Miranda and Sal have been best friends practically since birth. They did everything together--from daycare naptime to walking to school--until sixth grade when Sal is suddenly punched by the new kid. Sal shuts Miranda out of his life, and that's when Miranda's life starts to spin out of control. The spare key to Miranda's apartment is stolen, the crazy guy on the corner's behavior becomes even stranger, and Miranda starts receiving mysterious notes from an undisclosed person. These notes are what freak her out the most because they reveal things no one should know, things that haven't even happened yet. But even though Miranda would like to forget all the crazy new things in her life, especially the notes, she can't, because as unbelievable as the messages seem, the impending tragic death they warn of doesn't feel like a lie. And Miranda might be the only one who can prevent it, if she can only truly understand the notes before it's too late.
When You Reach Me is a truly delightful and remarkably unique story that incorporates themes as simple as friendship and love to concepts as complex as the scientific possibility of time travel. Readers will be drawn into Miranda's story from the first page with the exciting air of mystery Stead creates. The mystery of the notes is probably the most thrilling aspect of this novel, with their seemingly unexplainable appearances and threat of real danger, but all the other sections of the story are also similarly well developed. Stead does a fantastic job of making When You Reach Me believable, even with farfetched theories such as time travel. Miranda, somewhat precocious, and the rest of the cast are three-dimensional characters easy to understand. Stead also portrays the tween years well, when peers' opinions start to make an impact and guy-girl interaction is more about tentative crushes. It's a rare gem when you find a novel that successfully and wonderfully combines a realistic version of everyday life with complicated scientific mystery as much as Stead has in When You Reach Me. In fact, Stead's storytelling skills are so advanced, I'm surprised this novel is classified as middle grade; the only things middle grade about it are Miranda and her friends' ages and the air of innocence to the story. I think the middle grade audience may even have some difficulty understanding the discussion of time travel; I know I did at times. But as well as that slight confusion, this novel also provokes deep thought of the complexities of modern science, and faith and hope in the future.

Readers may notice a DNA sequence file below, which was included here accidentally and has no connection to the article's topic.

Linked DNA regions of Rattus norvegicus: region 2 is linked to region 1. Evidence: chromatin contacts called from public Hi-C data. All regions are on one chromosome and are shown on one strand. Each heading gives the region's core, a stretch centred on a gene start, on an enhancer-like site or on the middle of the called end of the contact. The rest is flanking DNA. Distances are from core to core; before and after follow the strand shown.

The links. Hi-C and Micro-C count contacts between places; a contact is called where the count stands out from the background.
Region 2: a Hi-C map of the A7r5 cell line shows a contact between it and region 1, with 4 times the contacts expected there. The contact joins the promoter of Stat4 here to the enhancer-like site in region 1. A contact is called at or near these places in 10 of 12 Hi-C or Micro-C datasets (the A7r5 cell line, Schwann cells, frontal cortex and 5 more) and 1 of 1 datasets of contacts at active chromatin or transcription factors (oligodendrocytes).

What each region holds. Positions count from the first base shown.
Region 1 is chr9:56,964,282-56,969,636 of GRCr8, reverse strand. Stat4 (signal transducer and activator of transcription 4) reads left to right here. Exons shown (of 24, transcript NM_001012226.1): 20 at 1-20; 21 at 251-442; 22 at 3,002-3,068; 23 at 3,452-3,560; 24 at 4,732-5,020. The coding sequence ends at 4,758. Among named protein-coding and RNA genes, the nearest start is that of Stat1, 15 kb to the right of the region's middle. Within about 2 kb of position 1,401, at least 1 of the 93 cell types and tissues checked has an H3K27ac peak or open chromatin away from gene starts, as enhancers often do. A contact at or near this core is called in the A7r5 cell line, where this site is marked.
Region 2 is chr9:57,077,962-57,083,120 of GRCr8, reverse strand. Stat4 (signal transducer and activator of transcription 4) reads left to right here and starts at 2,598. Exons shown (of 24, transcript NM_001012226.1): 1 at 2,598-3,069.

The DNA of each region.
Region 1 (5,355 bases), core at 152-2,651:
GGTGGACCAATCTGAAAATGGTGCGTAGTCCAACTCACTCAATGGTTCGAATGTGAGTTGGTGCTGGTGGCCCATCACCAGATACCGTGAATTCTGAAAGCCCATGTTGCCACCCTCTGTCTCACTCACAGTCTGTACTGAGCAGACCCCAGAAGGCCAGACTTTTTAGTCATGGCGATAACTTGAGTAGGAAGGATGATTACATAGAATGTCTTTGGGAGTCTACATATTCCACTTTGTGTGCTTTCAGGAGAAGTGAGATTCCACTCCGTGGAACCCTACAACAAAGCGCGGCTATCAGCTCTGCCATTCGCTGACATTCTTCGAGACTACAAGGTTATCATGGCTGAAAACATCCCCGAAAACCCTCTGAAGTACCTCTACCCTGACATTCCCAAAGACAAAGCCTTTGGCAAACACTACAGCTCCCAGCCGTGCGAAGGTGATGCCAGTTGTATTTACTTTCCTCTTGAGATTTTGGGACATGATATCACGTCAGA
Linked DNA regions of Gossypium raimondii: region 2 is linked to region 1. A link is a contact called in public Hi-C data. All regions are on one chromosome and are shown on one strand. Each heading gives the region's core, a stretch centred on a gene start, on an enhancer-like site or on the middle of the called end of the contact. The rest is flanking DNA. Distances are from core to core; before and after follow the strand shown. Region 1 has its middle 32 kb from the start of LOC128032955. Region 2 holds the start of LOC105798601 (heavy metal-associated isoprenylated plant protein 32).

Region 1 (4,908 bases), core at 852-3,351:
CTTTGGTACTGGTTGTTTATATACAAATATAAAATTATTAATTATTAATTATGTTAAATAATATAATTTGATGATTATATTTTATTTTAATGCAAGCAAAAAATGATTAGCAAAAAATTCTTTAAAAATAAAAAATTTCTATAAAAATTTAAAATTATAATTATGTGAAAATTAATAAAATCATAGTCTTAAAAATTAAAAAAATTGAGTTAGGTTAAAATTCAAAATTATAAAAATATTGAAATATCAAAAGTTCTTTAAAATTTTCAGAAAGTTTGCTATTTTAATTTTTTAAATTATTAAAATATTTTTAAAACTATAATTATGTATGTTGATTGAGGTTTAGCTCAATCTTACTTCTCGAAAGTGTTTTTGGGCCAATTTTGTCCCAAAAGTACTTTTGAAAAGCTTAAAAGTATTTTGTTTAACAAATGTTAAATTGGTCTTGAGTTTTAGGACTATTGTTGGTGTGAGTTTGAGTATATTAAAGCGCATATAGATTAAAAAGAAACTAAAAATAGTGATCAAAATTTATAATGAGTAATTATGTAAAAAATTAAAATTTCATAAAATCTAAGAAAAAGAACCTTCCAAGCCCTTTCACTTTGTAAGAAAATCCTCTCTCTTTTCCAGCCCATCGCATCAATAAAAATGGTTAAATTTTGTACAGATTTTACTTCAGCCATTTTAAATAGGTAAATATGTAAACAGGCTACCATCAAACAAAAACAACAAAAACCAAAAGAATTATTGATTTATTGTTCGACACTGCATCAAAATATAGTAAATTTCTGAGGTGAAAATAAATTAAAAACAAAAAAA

When You Reach Me will be enjoyed by readers of all ages, from middle grade up. This novel, one of the sweetest and most genius I've ever read, will be enjoyed by those who liked A Wrinkle in Time by Madeleine L'Engle, a novel much referenced in this story.
The back of this book describes it as "a remarkable novel (that) takes place in the real world, but holds a fantastic puzzle at its heart. When You Reach Me is original and a brilliant and profound delight." Wow -- how can a book live up to that kind of hype?? I don't know, but this one did. It's a perfect description -- this is the real world. Twelve-year-old Miranda lives in NYC in the late 70's, and Stead's characterizations are spot on, with such observations as what the … more
THE BOOK MUNCHER is the reviewing alias of a prolific teen reader. She is guilty of several overflowing bookshelves in multiple states. Her literary diet is mostly dedicated to the young adult fiction … more
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Amazon Best of the Month, July 2009:Shortly after sixth-grader Miranda and her best friend Sal part ways, for some inexplicable reason her once familiar world turns upside down. Maybe it's because she's caught up in readingA Wrinkle in Timeand trying to understand time travel, or perhaps it's because she's been receiving mysterious notes which accurately predict the future. Rebecca Stead's poignant novel,When You Reach Me, captures the interior monologue and observations of kids who are starting to recognize and negotiate the complexities of friendship and family, class and identity. Set in New York City in 1979, the story takes its cue from beloved Manhattan tales for middle graders like E.L. Konigsburg'sFrom the Mixed-Up Files of Mrs. Basil E. Frankweiler, Louise Fitzhugh'sHarriet the Spy, and Norma Klein'sMom the Wolfman and Me.Like those earlier novels,When You Reach Mewill stir the imaginations of young readers curious about day-to-day life in a big city.--Lauren Nemroff